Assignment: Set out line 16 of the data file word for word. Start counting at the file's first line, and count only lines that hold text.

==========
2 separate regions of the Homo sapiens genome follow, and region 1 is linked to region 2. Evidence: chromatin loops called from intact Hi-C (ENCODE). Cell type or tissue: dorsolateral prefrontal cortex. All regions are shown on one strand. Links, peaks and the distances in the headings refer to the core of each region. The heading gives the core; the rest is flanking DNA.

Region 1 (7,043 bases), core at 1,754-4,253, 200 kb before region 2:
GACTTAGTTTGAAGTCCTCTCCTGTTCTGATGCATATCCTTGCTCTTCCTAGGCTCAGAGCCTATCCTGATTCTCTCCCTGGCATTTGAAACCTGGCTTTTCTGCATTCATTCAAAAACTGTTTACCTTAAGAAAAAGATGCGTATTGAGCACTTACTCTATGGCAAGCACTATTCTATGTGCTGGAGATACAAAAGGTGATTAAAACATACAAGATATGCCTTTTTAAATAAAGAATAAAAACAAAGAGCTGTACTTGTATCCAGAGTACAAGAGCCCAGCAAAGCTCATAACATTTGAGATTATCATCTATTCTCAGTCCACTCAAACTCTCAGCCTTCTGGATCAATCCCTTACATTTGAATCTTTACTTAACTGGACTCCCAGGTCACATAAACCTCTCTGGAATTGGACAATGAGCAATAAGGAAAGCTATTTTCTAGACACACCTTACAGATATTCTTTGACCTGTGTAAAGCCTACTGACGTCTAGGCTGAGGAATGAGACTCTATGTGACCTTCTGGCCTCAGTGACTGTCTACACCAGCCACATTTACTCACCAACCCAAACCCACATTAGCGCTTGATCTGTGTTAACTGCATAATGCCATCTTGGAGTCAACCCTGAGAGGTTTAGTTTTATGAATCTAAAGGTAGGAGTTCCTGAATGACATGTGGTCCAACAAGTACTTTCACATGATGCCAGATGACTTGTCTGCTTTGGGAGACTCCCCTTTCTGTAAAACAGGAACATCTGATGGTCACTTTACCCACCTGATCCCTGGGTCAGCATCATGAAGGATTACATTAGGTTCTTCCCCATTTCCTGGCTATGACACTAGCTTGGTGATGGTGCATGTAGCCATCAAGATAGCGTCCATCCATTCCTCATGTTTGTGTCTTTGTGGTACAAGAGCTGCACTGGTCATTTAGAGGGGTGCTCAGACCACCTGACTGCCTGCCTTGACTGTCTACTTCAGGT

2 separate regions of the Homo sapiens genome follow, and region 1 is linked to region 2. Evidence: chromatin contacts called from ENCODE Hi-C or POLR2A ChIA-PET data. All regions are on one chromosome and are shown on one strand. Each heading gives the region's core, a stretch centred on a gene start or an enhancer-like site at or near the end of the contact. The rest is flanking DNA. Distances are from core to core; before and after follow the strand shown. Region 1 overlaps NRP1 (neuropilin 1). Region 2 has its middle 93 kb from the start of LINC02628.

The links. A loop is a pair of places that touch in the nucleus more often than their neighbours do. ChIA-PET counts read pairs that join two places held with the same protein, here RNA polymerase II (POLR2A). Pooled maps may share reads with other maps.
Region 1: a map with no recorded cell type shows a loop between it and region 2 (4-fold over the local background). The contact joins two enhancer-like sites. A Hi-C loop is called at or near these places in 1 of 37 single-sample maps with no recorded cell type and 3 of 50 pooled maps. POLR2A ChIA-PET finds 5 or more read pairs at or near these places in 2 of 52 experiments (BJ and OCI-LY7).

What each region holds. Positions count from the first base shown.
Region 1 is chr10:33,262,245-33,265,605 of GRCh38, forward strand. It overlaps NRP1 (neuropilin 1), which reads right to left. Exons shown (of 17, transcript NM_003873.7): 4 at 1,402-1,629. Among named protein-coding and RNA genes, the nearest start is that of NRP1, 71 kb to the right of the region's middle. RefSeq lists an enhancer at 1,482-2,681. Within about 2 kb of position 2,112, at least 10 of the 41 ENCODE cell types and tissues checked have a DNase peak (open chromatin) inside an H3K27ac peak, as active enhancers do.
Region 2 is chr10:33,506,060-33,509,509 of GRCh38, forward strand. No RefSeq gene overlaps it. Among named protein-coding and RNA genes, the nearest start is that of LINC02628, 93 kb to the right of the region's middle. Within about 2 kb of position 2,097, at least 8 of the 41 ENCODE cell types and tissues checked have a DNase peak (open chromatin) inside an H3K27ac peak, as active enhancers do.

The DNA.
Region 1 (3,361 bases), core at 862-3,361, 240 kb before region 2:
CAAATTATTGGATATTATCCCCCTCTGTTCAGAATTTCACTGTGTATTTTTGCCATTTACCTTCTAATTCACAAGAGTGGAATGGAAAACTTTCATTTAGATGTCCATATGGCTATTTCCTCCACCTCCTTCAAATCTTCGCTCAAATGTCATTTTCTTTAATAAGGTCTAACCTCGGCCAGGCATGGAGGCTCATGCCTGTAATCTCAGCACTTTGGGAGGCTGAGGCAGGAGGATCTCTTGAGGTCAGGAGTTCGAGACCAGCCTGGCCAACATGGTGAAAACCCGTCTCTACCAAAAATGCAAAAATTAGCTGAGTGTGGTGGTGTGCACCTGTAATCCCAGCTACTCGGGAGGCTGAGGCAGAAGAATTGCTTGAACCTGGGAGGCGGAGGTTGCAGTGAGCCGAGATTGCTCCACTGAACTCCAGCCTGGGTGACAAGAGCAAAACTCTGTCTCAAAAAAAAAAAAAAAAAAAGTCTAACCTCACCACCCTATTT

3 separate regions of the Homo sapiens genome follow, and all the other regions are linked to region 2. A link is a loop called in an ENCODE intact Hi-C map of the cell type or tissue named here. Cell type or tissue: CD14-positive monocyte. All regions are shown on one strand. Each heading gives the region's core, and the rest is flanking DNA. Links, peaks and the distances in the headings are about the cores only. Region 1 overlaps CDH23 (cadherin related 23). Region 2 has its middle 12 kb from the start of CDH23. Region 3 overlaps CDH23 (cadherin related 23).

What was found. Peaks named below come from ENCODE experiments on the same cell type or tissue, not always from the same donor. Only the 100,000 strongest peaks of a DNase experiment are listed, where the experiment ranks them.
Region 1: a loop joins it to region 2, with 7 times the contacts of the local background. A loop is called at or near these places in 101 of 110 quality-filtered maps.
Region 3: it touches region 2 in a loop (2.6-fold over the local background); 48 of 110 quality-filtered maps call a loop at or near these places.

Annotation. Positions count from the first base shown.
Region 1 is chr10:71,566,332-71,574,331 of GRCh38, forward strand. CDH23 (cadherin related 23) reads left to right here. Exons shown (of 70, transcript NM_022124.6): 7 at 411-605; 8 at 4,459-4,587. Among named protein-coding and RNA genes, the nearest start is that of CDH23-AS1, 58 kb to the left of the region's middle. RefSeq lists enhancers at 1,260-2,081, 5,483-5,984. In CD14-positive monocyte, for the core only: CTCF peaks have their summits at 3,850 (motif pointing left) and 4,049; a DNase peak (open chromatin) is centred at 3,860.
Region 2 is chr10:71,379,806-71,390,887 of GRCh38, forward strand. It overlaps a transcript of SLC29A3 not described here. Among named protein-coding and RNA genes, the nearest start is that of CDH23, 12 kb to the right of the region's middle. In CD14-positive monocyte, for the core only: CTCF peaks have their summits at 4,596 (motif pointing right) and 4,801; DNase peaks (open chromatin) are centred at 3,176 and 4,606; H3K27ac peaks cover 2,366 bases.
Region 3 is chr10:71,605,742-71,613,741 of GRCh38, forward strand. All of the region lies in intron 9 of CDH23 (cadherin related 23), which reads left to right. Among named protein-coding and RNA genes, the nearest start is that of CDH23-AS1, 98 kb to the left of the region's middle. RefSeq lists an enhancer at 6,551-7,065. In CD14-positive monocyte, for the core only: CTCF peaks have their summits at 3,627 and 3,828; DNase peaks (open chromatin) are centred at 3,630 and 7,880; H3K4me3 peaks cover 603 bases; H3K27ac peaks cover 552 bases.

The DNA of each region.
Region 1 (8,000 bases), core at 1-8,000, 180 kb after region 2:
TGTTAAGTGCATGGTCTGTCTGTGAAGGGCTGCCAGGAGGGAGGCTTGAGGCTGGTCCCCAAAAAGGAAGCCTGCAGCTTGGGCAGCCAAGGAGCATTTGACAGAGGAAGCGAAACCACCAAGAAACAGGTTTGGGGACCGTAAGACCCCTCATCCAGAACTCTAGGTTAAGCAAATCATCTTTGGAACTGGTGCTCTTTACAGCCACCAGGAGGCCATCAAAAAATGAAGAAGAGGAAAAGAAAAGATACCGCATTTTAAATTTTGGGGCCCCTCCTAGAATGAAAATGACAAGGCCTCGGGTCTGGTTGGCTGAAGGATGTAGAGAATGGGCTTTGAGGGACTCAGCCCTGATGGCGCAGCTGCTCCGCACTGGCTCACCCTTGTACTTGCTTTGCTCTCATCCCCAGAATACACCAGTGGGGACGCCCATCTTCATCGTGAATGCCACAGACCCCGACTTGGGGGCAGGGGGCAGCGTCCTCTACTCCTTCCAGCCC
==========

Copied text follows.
Region 3: it touches region 2 in a loop (2.6-fold over the local background); 48 of 110 quality-filtered maps call a loop at or near these places.